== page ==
Wednesday, September 10, 2014

My Guest: Owen Jones

From faraway shores, my Guest this week talks about how he took his first steps on this crazy road to become a writer. Ladies and Gentlemen...


Owen Jones



Getting Started In Writing



Readers, aspiring writers and even practiced novelists often like to know how someone started to put pen to paper, which is what I still do by the way. I still write all my work in rough, before typing it up into neat onto the computer.

I started seeing things that I thought would make good stories about forty years ago, but I did nothing about them, even though I had studied Russian at university and so was used to writing all sorts of pieces from simple exercises to dissertations.

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However, a novel, me? Never!

I had had to read lots, and always had for school, and I did enjoy reading but I didn't know any writers and we certainly didn't have any in our family that I knew of.

If you consider that the average novel nowadays could be 90,000 words or more (although books in those days did seem a lot thinner) and I was used to writing essays of 1,000 to 3,000 words, then writing a book was never an option for me. I found my first 10,000 word dissertation so scary!

Anyway, one day, thirty years on, while I was between jobs, a good friend invited me to join him on holiday for a month in Thailand, so I went.

It was ten years ago to the day as I write this piece.

On that first evening, on a double date, I met a girl, whom I later married. It was easier for me to move to Thailand than it was to get her a settlement visa in the UK, but that meant that I would have to work here too, although there was nothing I was qualified to do and a work visa would not have been easy anyway.

Teaching English was certainly not for me either, because I don’t have the sort of patience required, although I am a patient man, I think.
I was already using the Internet a lot, so I started creating web sites. It got to the point where I had 140 of them and I was doing well, but writing content to keep that amount of sites fresh was a nightmare.

One year, I wrote 1,200,000 words' worth of 500-word articles for my web sites!

It crossed my mind that that was actually enough to write a dozen novels, so I revived an idea for a book that I had had five years before and wrote 'Behind The Smile'.

A lovely woman won a copy of that first book in the only competition I have ever put it into. She liked it and wrote a smashing review, which she put on Amazon (yes, it is still there). It was great to know that someone had actually enjoyed what I had written!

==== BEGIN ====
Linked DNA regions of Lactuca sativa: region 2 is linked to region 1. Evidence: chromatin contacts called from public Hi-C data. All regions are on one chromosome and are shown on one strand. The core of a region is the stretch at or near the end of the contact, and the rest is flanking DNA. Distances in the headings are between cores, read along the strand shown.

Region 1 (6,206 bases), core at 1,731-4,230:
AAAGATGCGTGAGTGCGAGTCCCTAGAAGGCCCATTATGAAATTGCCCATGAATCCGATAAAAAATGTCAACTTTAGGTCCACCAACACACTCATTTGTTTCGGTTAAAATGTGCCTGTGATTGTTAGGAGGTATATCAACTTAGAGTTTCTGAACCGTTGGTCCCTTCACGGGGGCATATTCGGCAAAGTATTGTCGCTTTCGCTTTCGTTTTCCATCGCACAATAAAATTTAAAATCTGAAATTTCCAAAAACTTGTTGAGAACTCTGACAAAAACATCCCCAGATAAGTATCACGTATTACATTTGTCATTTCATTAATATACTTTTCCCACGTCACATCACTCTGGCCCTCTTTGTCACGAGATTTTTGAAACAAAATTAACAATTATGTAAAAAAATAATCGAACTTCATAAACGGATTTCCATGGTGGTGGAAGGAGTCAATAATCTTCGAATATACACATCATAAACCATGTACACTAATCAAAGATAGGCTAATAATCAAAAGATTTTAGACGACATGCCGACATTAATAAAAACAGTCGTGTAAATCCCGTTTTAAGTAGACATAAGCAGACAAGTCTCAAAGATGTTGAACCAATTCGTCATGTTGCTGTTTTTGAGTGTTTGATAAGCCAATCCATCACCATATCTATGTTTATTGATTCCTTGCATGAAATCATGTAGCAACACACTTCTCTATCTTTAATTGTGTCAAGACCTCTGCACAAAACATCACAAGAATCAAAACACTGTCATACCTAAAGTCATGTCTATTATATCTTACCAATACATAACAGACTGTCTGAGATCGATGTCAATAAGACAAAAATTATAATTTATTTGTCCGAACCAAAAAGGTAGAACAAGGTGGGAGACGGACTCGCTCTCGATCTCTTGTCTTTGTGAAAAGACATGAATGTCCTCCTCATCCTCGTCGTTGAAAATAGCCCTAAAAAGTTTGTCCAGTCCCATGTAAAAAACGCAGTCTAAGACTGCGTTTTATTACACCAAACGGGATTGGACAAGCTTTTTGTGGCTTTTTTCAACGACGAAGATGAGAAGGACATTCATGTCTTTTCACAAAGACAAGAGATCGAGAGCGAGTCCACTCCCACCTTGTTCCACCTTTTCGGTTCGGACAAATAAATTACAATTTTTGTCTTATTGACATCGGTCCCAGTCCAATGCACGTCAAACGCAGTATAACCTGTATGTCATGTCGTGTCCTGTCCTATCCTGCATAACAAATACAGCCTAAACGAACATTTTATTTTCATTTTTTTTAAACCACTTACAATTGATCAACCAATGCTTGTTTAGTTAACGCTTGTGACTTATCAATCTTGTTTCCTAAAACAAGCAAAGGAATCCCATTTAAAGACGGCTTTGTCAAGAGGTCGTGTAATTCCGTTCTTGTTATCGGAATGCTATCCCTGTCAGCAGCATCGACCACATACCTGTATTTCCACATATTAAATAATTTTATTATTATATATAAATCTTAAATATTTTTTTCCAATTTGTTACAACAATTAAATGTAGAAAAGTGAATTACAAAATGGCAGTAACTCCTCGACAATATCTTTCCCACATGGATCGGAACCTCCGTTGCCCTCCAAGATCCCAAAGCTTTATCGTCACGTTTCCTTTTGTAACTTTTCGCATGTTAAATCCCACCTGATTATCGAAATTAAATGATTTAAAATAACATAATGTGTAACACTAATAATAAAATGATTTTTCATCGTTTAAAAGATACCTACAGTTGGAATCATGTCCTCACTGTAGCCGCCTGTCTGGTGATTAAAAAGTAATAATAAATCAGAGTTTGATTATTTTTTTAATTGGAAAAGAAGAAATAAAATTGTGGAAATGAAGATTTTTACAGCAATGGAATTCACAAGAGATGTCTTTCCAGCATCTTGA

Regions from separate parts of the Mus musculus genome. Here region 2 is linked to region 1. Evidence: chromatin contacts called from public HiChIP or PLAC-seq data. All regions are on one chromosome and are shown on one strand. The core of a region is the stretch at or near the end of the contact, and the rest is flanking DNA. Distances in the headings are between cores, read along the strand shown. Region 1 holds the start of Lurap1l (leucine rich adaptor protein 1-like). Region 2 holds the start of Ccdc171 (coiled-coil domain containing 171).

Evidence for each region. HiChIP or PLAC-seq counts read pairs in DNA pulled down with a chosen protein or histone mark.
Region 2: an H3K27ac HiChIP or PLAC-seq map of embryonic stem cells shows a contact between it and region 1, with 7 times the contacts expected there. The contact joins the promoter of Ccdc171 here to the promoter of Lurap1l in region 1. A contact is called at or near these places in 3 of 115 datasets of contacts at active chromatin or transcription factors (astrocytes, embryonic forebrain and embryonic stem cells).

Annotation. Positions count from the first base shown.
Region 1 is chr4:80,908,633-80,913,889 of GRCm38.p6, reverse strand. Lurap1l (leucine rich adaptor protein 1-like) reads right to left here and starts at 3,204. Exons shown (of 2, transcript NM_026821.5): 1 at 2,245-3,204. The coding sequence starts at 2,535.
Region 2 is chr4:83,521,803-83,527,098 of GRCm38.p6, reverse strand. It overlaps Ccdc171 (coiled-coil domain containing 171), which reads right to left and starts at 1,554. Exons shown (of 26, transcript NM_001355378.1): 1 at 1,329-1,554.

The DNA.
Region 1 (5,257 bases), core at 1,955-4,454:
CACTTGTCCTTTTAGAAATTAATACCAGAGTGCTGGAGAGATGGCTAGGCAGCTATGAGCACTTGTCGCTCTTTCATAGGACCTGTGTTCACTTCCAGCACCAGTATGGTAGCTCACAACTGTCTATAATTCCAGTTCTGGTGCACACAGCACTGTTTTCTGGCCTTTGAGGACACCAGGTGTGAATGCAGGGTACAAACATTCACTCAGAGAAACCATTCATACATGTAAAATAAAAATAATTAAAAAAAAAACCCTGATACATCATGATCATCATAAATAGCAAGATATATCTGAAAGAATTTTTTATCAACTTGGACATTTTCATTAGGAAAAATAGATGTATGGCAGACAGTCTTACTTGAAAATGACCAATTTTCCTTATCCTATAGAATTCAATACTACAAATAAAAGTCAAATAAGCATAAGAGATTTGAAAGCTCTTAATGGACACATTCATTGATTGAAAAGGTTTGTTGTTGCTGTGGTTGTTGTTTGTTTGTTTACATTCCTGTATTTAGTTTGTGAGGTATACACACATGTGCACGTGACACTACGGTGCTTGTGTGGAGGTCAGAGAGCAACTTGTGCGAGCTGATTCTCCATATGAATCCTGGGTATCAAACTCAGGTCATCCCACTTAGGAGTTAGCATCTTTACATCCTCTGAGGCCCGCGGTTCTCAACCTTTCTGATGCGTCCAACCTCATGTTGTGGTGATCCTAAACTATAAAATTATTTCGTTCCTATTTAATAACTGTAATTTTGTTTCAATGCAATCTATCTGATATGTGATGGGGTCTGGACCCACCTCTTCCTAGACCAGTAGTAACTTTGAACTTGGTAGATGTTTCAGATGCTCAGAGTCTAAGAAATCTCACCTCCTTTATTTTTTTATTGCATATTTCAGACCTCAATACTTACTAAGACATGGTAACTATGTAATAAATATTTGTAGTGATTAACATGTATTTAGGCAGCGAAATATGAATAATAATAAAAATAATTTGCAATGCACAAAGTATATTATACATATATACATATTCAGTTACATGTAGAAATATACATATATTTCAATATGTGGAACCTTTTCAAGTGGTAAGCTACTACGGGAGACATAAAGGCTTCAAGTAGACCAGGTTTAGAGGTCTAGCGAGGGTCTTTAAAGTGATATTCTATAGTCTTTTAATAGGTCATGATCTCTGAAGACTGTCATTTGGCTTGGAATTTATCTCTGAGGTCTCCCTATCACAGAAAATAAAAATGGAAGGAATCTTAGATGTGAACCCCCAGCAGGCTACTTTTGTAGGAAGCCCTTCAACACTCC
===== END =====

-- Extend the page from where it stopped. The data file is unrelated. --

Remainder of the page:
That novel proved quite popular and four people asked for a sequel. When Google closed my Adsense account a year later, they cut off my main source of income too, so all I was left with was writing books and promoting them.

After that first book, I went back to Wales for Christmas, and my stepmother said rather nastily: 'I suppose writing is a skill that can be learned with practice...'. (Six months later, she disowned me 'and all that that entails', although she may have had other reasons too). Nevertheless, my friends and brothers loved 'Behind The Smile', now called 'Daddy's Hobby' and some old friends said that they had been telling me since we had left school that I ought to have been writing for years.

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I don't remember anyone ever having said that, but as I dwell upon it now for the purpose of this article, two years later, perhaps they did, but I didn't want to hear them because I was intimidated by the idea.

I returned to Thailand and another four people asked me for a sequel, so I wrote one and then a third to make a trilogy. (I am writing a fourth and planning a fifth for this year). I have now written twenty-three books and organised all the articles from my defunct web sites into a hundred ‘teach yourself’ booklets.

So, the point of this story?

It is that you should listen to your friends, but not necessarily your family :-), when they have your best interests at heart. You just have to go for it. If you feel awkward expressing your opinions in public and offering them up for public scrutiny and criticism, start with a blog, but write and publish posts regularly and often.

The best piece of advice I have ever had on writing was the daily quotation from the bottom of a desk diary. It said:

‘If you want to be a writer, write for at least ten minutes a day'.

I have never managed it, because once I start writing, I cannot stop and the hours fly past.

One last thing though, as cruel as my stepmother's comment was, it was true - you can and do get better at writing by writing. So, if you want to be a better writer, keep writing! Reading helps a lot too.

Good luck in your endeavours,
and if you want to contact me, please do.
Owen

PS: the girl on the cover of Behind The Smile, is Chalita, my stepdaughter.



When Owen is not writing novels in exotic lands, he can be contacted here:

Website: http://owencerijones.com

Website: http://kindlevsbook.com

Facebook: http://facebook.com/OwenInThailand

Twitter: https://twitter.com/owen_author

Google: https://plus.google.com/+OwenJones1408

LinkedIn: http://www.linkedin.com/in/owencerijones

Lulu Spotlight: http://www.lulu.com/spotlight/owenjones


Thank you, Owen, for an interesting insight into how someone can take those first steps toward becoming an author.
Eric @ www.ericjgates.com

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